That is why the death penalty is not a deterrent. Only about 60% of murders are solved, and only a very small portion of those are considered death penalty cases. Several states do not currently have the death penalty as an option. That fact has not seemed to affect murder rates on those states.

The cost of incarceration is an argument given by some death penalty proponents as a reason to put people to death. However the idea that killing someone to save money is a reason for doing it is pretty abhorrent on its own. Never mind that it is a false premise. The costs of a capital murder trial plus the appeals and the execution process far exceed the costs of even a lengthy incarceration. Estimates range between about $32,000 to $47,000 per year depending on the state and the facility. The cost of a death penalty case from start to finish (which may include a couple decades of incarceration at the upper end of the price spectrum) ranges from a low of about $1.2 million to a high of nearly $3.5 million. So if saving money is your argument then you should be arguing to abolish the death penalty.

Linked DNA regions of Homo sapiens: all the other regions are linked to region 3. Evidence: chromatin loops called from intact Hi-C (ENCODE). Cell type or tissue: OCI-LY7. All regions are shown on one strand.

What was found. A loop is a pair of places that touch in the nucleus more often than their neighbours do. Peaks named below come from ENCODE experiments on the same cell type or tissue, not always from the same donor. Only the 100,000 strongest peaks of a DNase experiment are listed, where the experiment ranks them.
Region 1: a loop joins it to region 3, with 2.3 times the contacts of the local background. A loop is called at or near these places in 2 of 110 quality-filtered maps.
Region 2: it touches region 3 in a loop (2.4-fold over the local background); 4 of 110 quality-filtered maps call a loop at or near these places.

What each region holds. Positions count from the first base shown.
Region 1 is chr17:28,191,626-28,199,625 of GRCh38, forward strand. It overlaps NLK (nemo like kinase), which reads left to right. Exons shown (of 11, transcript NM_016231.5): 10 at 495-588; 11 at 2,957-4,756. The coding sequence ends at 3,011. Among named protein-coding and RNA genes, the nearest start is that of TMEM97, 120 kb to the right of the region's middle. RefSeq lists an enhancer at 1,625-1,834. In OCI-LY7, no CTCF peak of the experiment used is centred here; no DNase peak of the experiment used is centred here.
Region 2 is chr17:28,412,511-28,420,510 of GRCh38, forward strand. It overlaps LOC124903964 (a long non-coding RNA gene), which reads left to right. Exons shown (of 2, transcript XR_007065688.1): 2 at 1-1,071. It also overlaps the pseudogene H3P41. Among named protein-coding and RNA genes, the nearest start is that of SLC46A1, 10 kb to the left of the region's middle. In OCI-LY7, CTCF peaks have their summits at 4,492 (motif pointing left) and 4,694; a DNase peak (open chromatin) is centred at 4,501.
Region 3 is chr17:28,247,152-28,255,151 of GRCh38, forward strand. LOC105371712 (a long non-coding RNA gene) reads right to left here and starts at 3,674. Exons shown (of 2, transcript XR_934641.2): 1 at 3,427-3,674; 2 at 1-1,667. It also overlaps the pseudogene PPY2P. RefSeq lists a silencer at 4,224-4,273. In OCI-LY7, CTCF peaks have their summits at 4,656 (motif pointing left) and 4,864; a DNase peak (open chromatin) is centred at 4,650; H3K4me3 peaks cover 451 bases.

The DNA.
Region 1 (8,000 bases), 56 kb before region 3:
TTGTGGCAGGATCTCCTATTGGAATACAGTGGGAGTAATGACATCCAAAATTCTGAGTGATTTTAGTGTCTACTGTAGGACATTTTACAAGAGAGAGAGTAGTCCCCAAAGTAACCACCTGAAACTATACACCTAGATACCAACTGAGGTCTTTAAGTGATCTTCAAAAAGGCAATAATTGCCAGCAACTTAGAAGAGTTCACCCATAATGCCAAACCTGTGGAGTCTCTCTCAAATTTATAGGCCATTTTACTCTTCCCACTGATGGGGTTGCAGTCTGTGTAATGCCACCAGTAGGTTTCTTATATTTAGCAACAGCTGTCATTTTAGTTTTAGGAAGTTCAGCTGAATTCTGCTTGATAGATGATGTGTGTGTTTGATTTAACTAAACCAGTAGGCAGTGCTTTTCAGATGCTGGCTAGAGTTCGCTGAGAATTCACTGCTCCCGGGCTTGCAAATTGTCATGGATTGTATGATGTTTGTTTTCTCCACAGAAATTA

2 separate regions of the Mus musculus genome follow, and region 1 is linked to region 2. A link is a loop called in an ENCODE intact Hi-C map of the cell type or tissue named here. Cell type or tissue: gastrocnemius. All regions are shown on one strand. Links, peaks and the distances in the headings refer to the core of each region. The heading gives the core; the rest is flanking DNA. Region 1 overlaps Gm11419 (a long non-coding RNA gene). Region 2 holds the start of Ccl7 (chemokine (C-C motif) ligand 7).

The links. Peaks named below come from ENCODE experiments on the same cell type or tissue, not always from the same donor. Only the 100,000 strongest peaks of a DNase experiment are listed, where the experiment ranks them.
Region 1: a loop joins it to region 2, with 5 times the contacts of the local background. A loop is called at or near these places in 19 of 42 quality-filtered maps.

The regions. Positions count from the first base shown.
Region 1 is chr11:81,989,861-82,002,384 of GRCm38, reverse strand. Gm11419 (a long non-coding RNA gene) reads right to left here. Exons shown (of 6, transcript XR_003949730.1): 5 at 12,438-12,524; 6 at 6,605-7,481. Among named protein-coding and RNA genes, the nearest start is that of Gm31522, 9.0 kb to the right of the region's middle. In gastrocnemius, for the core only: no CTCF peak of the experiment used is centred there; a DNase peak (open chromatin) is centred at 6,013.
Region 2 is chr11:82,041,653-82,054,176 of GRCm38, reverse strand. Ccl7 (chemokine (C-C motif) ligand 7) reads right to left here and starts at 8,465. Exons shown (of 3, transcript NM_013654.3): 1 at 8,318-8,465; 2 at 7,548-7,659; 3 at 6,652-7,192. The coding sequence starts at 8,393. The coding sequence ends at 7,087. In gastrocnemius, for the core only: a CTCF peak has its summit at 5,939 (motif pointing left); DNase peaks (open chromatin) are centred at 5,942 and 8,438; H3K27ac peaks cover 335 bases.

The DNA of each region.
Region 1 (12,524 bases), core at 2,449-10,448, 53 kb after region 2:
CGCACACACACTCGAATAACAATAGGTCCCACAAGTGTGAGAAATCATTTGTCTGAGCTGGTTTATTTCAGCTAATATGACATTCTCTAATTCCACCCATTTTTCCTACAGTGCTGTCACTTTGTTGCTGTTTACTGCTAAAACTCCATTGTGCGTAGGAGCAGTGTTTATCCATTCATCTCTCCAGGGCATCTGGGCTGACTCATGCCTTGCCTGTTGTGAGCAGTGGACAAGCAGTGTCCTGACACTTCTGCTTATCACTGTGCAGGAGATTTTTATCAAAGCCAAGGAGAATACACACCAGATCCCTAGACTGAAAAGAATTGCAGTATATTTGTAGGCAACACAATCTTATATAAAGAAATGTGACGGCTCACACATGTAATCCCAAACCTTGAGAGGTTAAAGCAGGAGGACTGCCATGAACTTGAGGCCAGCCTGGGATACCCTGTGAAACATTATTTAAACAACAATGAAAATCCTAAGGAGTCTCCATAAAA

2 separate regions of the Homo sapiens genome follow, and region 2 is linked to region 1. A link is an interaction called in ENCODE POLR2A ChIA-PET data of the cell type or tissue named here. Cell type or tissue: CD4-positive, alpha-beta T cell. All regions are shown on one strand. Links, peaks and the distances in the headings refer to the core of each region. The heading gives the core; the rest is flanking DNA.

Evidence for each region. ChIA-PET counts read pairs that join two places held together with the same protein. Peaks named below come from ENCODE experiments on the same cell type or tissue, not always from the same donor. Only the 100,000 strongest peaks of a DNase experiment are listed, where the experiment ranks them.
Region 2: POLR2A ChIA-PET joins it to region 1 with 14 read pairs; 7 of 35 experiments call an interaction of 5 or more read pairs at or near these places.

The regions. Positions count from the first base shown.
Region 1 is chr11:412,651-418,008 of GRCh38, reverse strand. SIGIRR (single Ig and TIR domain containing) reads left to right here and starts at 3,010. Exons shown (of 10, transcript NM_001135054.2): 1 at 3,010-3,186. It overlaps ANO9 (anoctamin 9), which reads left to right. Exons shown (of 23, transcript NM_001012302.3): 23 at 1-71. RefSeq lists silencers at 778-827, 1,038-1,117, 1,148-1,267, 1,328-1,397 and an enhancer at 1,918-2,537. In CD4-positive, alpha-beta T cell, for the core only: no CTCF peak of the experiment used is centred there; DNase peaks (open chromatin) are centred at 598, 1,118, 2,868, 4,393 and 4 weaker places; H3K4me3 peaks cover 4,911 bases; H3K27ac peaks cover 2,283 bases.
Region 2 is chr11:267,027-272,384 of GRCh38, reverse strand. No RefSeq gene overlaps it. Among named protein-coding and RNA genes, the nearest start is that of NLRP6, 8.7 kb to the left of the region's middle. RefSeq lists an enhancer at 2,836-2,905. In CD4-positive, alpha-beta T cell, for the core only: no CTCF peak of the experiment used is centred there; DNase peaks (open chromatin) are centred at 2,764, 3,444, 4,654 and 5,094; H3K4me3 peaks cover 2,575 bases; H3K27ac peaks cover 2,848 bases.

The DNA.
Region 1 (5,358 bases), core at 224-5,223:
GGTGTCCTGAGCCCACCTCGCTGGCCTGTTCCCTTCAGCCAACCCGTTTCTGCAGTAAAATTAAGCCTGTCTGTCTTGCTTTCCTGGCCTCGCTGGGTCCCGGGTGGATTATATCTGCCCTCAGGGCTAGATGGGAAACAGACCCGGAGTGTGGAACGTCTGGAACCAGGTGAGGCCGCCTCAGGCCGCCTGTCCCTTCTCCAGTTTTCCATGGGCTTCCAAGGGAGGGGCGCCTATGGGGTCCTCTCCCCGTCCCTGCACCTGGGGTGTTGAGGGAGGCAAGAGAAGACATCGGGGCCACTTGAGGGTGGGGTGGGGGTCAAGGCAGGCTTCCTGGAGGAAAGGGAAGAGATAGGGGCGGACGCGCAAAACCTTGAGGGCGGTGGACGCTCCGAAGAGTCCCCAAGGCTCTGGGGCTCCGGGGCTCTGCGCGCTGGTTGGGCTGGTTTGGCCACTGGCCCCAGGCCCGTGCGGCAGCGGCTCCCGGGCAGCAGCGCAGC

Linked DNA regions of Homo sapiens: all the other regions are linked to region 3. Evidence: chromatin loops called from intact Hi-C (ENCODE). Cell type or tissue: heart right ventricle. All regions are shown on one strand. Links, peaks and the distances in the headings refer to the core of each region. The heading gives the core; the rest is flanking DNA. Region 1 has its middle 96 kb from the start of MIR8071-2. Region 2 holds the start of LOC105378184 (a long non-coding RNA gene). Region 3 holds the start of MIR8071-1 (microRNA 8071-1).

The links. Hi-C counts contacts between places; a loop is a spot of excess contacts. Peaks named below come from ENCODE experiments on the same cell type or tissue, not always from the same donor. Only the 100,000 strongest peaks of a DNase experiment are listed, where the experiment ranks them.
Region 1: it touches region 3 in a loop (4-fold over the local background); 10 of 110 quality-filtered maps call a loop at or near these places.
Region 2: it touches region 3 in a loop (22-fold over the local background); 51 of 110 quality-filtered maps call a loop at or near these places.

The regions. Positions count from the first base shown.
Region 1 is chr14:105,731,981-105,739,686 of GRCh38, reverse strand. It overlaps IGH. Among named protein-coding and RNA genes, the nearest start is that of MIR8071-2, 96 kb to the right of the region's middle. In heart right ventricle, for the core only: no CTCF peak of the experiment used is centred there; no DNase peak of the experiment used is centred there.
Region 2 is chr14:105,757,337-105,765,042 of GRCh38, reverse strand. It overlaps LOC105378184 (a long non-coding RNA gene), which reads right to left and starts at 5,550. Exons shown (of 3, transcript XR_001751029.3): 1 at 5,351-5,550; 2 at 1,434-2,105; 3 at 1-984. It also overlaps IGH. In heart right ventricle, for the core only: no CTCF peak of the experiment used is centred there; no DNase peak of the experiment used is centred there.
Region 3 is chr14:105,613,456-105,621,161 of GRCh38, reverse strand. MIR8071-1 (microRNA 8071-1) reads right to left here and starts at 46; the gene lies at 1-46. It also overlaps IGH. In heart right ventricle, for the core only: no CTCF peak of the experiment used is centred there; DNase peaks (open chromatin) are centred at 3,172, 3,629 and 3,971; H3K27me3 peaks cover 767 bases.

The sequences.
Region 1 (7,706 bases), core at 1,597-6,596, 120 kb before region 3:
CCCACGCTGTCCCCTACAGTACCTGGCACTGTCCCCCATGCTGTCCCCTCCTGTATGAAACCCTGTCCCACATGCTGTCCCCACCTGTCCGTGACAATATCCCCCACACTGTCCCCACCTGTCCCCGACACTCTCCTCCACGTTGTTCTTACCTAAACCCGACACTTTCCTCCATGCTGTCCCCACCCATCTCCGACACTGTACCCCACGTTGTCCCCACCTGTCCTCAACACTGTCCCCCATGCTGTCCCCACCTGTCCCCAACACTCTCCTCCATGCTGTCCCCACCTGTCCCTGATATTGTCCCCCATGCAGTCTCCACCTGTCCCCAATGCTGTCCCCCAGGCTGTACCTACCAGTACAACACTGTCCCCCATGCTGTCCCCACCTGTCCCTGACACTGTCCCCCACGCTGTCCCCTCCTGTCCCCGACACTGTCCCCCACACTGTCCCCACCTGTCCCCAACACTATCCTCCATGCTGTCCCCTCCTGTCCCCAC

But the argument should be on the moral grounds. If we believe that it is wrong to kill, then it is wrong to kill, period. It is just as wrong for the state - representing all of us - to coldly and with premeditation and much planning and forethought to kill someone - as it was for that individual to do so. After all, as Keith Olbermann stated, "at least the individual has some excuse, as poor as it may have been, for what he or she did. We, that is, the state on our behalf, do not."